27. Reluctantly

“The thing you least want to do is the very thing you most must do.” I’m sure this is a fortune waiting in a hard twisted orange cookie in a Chinese restaurant somewhere. Well, it’s not really a cookie. It’s more of a sweetened noodle. To become a cookie you’d need to inject some cream or jam into the center of the twist and eat around the slip of wisdom. Then, of course, the paper would get soggy and tear, so the Chinese would have to add some vinyl or a fiber of some kind that would endure a few bicuspid snaps. If it seems like I’m avoiding the topic sentence, you are so right, my astute Blogee. I most don’t want to do the very thing that I must do. Nibbling around truth is not nearly as productive or honorable as biting right into it.

I have not seen my oldest brother in six or seven years. He is going to be 59 or 60 in a few days if he is living. He’s single and, I’d guess, unmarriageable.Most likely alone as a single molecule of water on Mars. Maybe you have a sibling or weird uncle like my biological brother. He lives in his own narcissistic world, probably around Washington, D.C. The last time I saw him he was being arrested in front of me on Route 30 West. He had just lied to the cop who was cuffing him and slamming him onto the hood of the cruiser. Just before that he was telling a couple of cops that he had a date down in D.C. with some heiress and that he needed to be getting back there. Before that he denied trespassing and attempting to enter the business/home combination across the four lane highway. He stated that he had walked to the Sheetz store at the west end of town and made a phone call to me. Twenty minutes before the cops showed up I had tried to help him get his black Lincoln Town car to start. After several attempts I diagnosed that it was an electronic sensor or something else beyond our ability to fix on that summer Friday night in front of the self storage place.

A year before this scene he had called me on a hot summer day to ask if I’d help him move…now. It was late afternoon. I live 100 miles northwest of D.C. I asked him why he did not contact our two local brothers or his nonexistent network of friends. He said they were all busy. I thought to myself, ‘Wow, I’m the only person on the planet who can help him?’ I asked him if he got it yet that he had no friends because he is the most arrogant ass on the planet. He insisted that they were all out of town, and all his belongings were on the curbside, just off Connecticut Avenue, N.W. “Please try to understand.”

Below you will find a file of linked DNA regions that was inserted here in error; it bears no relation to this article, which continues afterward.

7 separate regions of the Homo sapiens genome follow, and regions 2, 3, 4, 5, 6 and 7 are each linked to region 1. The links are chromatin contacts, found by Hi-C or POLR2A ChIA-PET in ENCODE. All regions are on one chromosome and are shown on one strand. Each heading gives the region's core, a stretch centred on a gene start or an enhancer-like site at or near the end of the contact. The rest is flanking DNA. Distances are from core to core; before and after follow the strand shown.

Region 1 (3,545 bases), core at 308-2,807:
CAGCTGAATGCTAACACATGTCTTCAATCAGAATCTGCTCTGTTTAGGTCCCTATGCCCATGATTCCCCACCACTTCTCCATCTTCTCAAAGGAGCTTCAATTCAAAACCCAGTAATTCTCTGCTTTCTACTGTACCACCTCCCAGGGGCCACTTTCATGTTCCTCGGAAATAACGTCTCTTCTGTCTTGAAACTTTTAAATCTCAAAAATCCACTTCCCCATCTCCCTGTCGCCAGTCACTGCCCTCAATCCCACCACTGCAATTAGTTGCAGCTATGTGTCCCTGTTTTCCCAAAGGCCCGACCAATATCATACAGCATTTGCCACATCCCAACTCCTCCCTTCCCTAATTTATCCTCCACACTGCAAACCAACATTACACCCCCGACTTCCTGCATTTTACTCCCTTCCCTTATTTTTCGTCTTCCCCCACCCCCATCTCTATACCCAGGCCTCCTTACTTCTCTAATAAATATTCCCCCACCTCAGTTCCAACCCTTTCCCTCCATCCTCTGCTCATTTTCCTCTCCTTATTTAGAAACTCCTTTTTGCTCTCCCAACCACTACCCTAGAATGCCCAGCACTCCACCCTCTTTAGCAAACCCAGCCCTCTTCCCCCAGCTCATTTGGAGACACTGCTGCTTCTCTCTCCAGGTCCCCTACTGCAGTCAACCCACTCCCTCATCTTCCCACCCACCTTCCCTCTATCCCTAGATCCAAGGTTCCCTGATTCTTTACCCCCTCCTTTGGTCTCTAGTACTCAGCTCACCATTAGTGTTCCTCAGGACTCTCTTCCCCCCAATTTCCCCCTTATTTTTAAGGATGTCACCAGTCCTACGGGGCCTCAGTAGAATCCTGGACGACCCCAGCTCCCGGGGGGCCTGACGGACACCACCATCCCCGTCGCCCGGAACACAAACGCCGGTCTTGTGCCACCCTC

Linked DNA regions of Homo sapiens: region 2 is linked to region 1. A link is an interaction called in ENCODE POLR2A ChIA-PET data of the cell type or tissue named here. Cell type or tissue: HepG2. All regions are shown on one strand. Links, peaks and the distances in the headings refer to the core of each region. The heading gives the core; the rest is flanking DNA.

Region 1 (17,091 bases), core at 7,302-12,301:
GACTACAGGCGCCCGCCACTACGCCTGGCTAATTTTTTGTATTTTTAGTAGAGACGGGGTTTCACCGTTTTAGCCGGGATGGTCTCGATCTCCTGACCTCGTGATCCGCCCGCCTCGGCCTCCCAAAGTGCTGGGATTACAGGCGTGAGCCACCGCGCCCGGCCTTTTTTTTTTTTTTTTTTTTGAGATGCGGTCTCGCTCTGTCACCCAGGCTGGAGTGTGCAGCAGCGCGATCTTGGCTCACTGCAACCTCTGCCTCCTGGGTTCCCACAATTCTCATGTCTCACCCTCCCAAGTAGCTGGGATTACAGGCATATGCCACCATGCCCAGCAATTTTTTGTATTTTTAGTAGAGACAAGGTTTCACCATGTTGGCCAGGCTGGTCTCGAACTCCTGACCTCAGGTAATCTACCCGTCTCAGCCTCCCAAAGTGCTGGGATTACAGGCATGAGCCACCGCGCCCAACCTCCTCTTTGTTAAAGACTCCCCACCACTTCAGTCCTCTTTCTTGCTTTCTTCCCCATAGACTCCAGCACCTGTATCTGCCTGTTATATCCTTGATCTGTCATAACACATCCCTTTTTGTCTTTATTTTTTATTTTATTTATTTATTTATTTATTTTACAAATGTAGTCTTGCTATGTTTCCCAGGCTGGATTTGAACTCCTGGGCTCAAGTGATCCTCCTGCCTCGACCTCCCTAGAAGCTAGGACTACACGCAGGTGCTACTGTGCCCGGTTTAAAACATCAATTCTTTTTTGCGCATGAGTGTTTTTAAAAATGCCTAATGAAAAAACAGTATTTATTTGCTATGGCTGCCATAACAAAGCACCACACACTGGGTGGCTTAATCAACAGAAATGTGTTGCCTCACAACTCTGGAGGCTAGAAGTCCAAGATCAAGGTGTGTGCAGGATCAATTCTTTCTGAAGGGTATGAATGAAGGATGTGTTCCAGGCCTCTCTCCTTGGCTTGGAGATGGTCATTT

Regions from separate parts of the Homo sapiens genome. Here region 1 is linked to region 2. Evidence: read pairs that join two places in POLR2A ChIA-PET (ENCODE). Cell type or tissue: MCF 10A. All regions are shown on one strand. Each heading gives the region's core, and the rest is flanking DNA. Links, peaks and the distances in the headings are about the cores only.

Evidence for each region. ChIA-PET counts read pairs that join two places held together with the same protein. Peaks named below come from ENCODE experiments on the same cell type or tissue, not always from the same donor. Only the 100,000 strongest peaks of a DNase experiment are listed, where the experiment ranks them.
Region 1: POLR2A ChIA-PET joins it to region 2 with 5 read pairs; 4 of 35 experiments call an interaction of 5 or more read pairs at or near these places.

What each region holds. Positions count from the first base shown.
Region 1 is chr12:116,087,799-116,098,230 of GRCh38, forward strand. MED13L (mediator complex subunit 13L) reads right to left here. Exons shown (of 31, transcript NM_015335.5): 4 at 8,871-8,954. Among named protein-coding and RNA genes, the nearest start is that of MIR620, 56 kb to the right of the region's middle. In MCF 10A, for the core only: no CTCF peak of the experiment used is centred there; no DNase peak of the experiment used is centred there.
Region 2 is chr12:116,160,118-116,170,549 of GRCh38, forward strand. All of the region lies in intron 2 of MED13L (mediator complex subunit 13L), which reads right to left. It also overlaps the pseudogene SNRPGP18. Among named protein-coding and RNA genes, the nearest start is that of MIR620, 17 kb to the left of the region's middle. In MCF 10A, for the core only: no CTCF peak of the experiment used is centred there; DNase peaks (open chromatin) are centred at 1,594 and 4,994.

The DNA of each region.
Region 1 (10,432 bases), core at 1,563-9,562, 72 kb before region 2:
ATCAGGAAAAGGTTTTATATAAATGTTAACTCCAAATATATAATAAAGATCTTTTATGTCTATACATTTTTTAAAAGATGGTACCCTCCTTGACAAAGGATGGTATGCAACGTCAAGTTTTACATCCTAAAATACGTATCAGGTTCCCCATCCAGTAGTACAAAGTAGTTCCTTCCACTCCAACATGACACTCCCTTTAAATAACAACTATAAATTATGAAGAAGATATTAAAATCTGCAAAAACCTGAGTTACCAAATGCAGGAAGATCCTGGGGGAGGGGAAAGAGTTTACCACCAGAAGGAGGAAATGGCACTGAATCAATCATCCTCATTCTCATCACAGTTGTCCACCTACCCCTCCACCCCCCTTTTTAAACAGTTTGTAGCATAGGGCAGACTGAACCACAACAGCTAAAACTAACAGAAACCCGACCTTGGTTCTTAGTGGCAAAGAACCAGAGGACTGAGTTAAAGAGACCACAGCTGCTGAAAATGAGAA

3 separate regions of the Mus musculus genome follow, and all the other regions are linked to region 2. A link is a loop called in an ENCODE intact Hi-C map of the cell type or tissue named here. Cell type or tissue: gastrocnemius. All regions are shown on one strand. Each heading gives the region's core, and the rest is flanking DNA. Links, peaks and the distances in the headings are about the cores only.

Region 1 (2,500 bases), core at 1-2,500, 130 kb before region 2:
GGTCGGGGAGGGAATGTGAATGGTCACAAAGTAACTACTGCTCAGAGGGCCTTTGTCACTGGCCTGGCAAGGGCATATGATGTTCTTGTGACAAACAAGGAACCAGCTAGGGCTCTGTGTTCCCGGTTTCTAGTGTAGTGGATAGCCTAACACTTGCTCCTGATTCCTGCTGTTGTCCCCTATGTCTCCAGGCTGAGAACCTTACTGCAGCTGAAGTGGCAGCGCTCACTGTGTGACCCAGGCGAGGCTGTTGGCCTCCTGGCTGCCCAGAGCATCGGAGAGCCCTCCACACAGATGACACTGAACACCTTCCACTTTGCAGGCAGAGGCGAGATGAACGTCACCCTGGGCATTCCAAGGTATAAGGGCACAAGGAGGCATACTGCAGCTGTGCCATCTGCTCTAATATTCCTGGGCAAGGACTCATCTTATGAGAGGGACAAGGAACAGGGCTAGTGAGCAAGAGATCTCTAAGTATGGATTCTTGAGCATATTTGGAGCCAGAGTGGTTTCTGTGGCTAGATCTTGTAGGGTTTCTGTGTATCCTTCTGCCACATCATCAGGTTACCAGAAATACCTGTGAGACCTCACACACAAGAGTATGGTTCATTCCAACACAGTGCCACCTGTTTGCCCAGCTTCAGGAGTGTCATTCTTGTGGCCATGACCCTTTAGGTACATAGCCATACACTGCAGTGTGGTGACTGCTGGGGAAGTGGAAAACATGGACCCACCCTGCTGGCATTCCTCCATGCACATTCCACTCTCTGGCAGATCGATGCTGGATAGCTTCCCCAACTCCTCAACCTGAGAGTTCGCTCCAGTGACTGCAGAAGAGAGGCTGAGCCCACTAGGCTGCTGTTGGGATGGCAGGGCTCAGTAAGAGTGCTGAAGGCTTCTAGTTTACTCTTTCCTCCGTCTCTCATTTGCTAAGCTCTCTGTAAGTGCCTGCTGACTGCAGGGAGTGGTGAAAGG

“Why is that?” I asked.

“I forgot to pay my rent”, was his lame excuse.

 “Landlords in D.C. don’t put you out for being late on a month’s rent.”

“I didn’t pay my rent for three or four months. Today three guys with guns gathered up all my stuff and put it on the curb.”

“So you are sitting there with all your furniture and books and clothes on the curb?”

“Yeah, and when I went to the store for food, someone stole my laptop. I don’t know what else has been stolen, but it’s getting dark and I really need your help.”

“I’m two hours away. Have you got a truck and a dolly?”

“No, since I don’t have a license and my car is in storage, I can’t get to the bank, so I can’t get to U-Haul. It’s a mess. Could you rent a truck up there and drive down? I’ll pay for everything.”

My wife was present while I had this phone call. She looked at me and shook her head “NO,NO,NO’. I should have bailed out like everyone else had. I paused, “Let me think about it.” I had obligations the next day but none that night. I could pull this off even though I did not wish to. My wife said, “Don’t do it. He’s nothing but trouble.” I said, “I’d do it for someone I didn’t like. He is still my brother.” Something stronger than logic rose up from deep in me and long ago. I bit my lip and shook my head…

“Give me a couple of hours.”


8 thoughts on “27. Reluctantly

  1. Kevin, I started reading your blog a few weeks ago in my spare time and I’m hooked. Your writing is excellent and as entertaining as any Seinfeld show. Kind of unsettling to read this about your oldest brother, my little league teammate. Hope he’s doing okay. You sound like your doing very well. Mick

    • Mickey, whoa what a blast from the past. How did you even come across my blatherings? I’m vacationing in Charleston, SC at the moment, but I am so pleased to hear your kind words. I’ll have to be more cautious in my lampoons and reveries.

  2. Kevin, for the record, I’ve lived in central Kentucky for the last 5 years and rarely get back to NVA, so throw caution to the wind. I started at the beginning of the blog and have made it up to entry 60 a/o Oct 14. Your wisdom and humor go together very well. As we used to say in the 70’s with one clenched fist in the air – Write On brother!

  3. I’m friends with Chris on Facebook. I was asking him about you and either he mentioned something about your blog or I checked out your FB page and saw something that alerted me to it. I’m just not sure. I started with entry #1 and I’ve made it to about #90. I had no idea you were such a fabulous writer… how could I? Seriously, you are gifted. Both my job and my wife’s job with the Army moved to Kentucky in 2010. I retired at that time, we made the move and she continued working at Ft Knox. She is retiring this December. We’re planning on staying here in Elizabethtown (south of Louisville, north of Nashville). I have zero desire to go back to NoVa.

    • Mickey, nice transplant. I left NOVA when Reagan was elected the first time. Raised three girls in so.central PA. Inside the Beltway folks take themselves and work too seriously. I’m glad that you have found a good fit too. I look forward to a continued connection. I can remember lifting weights at Richard’s house while you sang Santana’s “You got to change your underwear, Baby” in your inimitable way, making lifting weights dangerous.

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